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Katamari love letter: The Sentient Cube post mortem
by Taro Omiya on 05/02/13 08:49:00 pm   Featured Blogs

The following blog post, unless otherwise noted, was written by a member of Gamasutra’s community.
The thoughts and opinions expressed are those of the writer and not Gamasutra or its parent company.

 

[Cross-posted from Omiya Games blog]

So much fun, chaotic, fresh and sweet.
-McFunkypants

Katarami + Cube + Original Design = WIN
-EdoMiyamoto

I love the music. I also love the reinvention of katamari. And the visuals are fantastic. By the time that I figured out what the game was about, i had a huge smile on my face.
-eteeski

The Sentient Cube

There's something to be said about a game that, within the first 3 hours of development, felt instantly magical. It's one of those moment where you stop asking questions about the game, and instead just make it. Nothing could go wrong.

Usually, that feeling never lasts.

I've went to many Game Jams before: some 48 hours, some only 8 hours, some with team of up to 7, or as low as 1. Generally, in all of these cases, I've always felt like I had to compromise the vision to create a more popular game. I expected this when joining Ludum Dare for the first time. After all, I'm doing this alone. The lack of resource is a significant limiting factor.

The Sentient Cube was different. For one, I never felt limited by the tools I was given. Two, I never compromised with anyone else: it was just me. And three, making and playing the game remained fun even through the bug fixing phases. I can say with great confidence that this has been one of the best projects I've ever made in my Software Engineering career, and the comments above more than confirms it.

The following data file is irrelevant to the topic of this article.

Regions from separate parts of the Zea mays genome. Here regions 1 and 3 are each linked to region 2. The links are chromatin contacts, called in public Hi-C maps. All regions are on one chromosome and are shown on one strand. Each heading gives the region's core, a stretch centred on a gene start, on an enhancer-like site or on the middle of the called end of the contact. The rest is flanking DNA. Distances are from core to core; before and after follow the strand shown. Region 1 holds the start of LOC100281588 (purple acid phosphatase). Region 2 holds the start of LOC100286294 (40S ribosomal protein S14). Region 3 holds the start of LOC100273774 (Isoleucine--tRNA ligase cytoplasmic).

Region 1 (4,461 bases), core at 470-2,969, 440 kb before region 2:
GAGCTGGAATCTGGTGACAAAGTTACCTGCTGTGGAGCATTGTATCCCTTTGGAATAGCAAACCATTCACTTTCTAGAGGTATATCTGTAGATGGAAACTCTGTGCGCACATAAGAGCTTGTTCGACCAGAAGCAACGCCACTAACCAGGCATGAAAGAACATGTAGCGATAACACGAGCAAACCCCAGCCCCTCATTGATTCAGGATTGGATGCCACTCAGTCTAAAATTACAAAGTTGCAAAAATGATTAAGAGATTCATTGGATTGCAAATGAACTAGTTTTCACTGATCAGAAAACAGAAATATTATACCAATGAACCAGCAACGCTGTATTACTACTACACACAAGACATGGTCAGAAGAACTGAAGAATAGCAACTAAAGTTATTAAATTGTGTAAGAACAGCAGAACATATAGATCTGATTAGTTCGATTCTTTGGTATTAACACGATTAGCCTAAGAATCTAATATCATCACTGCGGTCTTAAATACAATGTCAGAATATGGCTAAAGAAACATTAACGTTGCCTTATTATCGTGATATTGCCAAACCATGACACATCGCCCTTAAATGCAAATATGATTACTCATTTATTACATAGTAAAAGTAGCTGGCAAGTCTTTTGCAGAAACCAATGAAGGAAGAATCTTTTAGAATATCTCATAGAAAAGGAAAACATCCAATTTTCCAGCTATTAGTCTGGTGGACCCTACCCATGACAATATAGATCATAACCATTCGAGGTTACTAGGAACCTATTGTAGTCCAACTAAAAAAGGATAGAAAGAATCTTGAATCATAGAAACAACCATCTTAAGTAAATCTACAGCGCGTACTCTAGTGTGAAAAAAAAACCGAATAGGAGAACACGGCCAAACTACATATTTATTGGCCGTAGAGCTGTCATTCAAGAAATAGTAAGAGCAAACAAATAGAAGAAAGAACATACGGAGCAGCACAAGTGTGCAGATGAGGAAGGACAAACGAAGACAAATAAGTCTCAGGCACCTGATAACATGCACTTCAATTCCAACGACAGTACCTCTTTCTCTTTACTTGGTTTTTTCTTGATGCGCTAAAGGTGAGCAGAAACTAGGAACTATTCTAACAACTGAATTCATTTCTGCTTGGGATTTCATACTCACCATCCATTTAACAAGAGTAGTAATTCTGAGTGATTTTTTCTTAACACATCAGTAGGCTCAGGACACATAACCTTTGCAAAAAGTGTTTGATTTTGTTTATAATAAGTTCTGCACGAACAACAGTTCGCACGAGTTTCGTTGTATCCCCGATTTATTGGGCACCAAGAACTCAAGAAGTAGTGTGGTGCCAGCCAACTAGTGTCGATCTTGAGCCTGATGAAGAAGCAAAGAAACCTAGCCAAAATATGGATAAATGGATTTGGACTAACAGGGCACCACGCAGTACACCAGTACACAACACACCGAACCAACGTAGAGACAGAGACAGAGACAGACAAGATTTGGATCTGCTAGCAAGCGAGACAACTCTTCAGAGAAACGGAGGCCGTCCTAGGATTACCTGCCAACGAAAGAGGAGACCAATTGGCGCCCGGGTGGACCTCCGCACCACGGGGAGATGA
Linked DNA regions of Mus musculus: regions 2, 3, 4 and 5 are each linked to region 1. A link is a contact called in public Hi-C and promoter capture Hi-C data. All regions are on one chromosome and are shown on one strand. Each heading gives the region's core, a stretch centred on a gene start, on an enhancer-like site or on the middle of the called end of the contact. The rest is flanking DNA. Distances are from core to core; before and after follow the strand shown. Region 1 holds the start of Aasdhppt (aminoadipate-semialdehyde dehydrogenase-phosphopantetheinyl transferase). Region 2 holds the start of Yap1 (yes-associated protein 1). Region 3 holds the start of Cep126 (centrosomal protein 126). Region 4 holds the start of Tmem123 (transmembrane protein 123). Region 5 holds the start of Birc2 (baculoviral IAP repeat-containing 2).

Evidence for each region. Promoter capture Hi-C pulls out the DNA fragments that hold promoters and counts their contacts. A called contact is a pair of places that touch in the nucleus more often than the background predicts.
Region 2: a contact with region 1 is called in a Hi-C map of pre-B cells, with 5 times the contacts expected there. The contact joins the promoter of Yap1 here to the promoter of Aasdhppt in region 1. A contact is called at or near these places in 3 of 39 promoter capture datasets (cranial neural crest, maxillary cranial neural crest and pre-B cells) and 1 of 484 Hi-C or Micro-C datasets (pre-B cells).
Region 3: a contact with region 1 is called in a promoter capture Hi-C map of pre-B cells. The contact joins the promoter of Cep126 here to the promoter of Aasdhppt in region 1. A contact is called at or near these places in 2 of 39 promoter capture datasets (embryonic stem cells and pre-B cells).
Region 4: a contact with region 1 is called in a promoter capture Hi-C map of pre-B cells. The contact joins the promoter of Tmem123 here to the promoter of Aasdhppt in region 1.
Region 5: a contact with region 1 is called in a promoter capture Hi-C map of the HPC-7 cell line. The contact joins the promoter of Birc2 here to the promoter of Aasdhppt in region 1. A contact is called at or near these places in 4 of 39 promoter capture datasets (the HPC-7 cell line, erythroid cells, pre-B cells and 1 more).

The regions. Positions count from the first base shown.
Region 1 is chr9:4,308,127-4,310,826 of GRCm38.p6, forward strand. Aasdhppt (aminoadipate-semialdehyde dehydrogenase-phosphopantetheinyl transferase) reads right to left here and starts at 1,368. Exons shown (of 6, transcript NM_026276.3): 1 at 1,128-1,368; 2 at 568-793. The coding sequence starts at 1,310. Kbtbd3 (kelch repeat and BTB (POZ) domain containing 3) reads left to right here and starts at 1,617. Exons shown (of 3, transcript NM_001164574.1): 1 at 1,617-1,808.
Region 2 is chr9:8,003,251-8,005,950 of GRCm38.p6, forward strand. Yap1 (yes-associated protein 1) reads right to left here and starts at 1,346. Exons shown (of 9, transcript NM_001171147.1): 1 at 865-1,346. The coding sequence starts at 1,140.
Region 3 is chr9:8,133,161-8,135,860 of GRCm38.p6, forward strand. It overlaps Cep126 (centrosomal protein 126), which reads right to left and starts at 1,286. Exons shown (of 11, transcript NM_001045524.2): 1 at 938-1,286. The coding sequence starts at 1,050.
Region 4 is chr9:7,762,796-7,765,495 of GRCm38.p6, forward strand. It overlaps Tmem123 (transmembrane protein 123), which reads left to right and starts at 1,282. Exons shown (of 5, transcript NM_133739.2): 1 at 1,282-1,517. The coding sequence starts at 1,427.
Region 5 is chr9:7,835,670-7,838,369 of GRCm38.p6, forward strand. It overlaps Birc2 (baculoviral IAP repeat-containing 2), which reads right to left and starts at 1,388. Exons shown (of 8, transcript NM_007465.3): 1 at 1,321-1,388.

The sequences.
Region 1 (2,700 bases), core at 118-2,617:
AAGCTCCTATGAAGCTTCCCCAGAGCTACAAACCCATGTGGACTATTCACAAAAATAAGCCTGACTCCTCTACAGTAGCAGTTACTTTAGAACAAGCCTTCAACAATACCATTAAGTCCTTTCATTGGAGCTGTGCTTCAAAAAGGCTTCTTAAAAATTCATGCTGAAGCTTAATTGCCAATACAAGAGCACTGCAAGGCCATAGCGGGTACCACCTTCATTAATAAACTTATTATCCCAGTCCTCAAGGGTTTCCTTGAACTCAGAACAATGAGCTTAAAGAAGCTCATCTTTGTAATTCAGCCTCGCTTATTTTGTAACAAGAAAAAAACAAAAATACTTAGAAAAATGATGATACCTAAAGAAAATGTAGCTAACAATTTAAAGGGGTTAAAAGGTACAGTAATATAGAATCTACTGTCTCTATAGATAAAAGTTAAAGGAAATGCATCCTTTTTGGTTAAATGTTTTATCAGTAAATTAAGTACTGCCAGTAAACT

Without further ado, here's the post mortem of The Sentient Cube, and how I made it happen:

The Sentient Cube

What went right:

  1. Being prepared.
    As mentioned earlier, I've been to enough Game Jams to know what to expect for this event.  The only real difference I felt this time was that I was going to work alone (I rarely do that).  Just in case, however, I did get in contact with MrPhil, and he helped address parts I may not have considered, including the food situation.
  2. Having a schedule.
    My schedule was pretty simple: first 30 minutes is brainstorming, and the first day was to test an idea out.  Since this idea worked great, I went straight to developing more concrete features, using Fossil's ticket tracker system to keep trackthem.  I aimed at submitting the game an hour earlier from the deadline, to have a decent chance at submitting the game before the site crashes, and decided to make any final touches the hour before.
  3. Great tools.
    If there's one thing I learned from Game Jams, it's to take as many shortcuts as possible.  Unity, Garage Band, Photoshop, and others greatly helped this capability.  Additionally, the Fossil ticket tracker proved to be a great device to prioritize which tasks were more important, such as the tutorial, score-keeping, and so forth.
  4. Minimal modelling and texturing.
    I love cel-shading, from an artistic perspective (yay, Windwaker!). Both this theme (minimalism) and Unity's toon shader gave me a great excuse to spend the minimal amount of effort modelling and texturing. Add that with the edge-detecting post image effect, and you've got a masterpiece! I further minimized the work by generating the object's color random, and automatically calculating each object's size on loading each level.
  5. Starting with the third level.
    In what seems like a counter-intuitive decision, I made the second level first.  This was a tip I took from the famed Mario creator, Miyamoto Shigeru-san (sorry, I'm Japanese.  I have to be extra formal to this legend!), and it worked wonders.  By creating the later levels first, I got a brilliant insight at Katamari Damacy's level design (an article I may write later), which helped plan how to create the first tutorial level.  With the exception of Credits, the rest of the levels came very easily.